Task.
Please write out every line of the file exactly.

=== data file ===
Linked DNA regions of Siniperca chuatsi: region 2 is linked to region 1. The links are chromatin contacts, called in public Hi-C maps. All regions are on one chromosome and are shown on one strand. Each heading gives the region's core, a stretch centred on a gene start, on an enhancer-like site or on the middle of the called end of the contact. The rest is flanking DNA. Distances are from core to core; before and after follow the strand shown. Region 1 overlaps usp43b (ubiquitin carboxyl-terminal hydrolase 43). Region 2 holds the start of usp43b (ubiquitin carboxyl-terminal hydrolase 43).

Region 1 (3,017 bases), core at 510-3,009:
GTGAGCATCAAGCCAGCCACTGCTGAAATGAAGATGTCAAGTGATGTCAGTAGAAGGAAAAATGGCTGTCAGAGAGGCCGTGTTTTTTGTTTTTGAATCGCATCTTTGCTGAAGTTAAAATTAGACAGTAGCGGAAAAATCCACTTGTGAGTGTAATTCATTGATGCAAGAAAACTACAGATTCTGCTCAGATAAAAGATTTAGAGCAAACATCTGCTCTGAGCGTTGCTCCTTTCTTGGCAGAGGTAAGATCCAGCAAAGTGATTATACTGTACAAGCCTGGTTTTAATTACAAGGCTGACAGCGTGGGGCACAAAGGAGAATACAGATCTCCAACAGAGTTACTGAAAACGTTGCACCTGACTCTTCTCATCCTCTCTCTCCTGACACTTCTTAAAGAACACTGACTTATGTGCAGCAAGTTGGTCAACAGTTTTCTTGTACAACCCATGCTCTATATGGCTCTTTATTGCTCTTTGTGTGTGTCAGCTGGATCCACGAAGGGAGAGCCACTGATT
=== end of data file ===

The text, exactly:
Linked DNA regions of Siniperca chuatsi: region 2 is linked to region 1. The links are chromatin contacts, called in public Hi-C maps. All regions are on one chromosome and are shown on one strand. Each heading gives the region's core, a stretch centred on a gene start, on an enhancer-like site or on the middle of the called end of the contact. The rest is flanking DNA. Distances are from core to core; before and after follow the strand shown. Region 1 overlaps usp43b (ubiquitin carboxyl-terminal hydrolase 43). Region 2 holds the start of usp43b (ubiquitin carboxyl-terminal hydrolase 43).

Region 1 (3,017 bases), core at 510-3,009:
GTGAGCATCAAGCCAGCCACTGCTGAAATGAAGATGTCAAGTGATGTCAGTAGAAGGAAAAATGGCTGTCAGAGAGGCCGTGTTTTTTGTTTTTGAATCGCATCTTTGCTGAAGTTAAAATTAGACAGTAGCGGAAAAATCCACTTGTGAGTGTAATTCATTGATGCAAGAAAACTACAGATTCTGCTCAGATAAAAGATTTAGAGCAAACATCTGCTCTGAGCGTTGCTCCTTTCTTGGCAGAGGTAAGATCCAGCAAAGTGATTATACTGTACAAGCCTGGTTTTAATTACAAGGCTGACAGCGTGGGGCACAAAGGAGAATACAGATCTCCAACAGAGTTACTGAAAACGTTGCACCTGACTCTTCTCATCCTCTCTCTCCTGACACTTCTTAAAGAACACTGACTTATGTGCAGCAAGTTGGTCAACAGTTTTCTTGTACAACCCATGCTCTATATGGCTCTTTATTGCTCTTTGTGTGTGTCAGCTGGATCCACGAAGGGAGAGCCACTGATT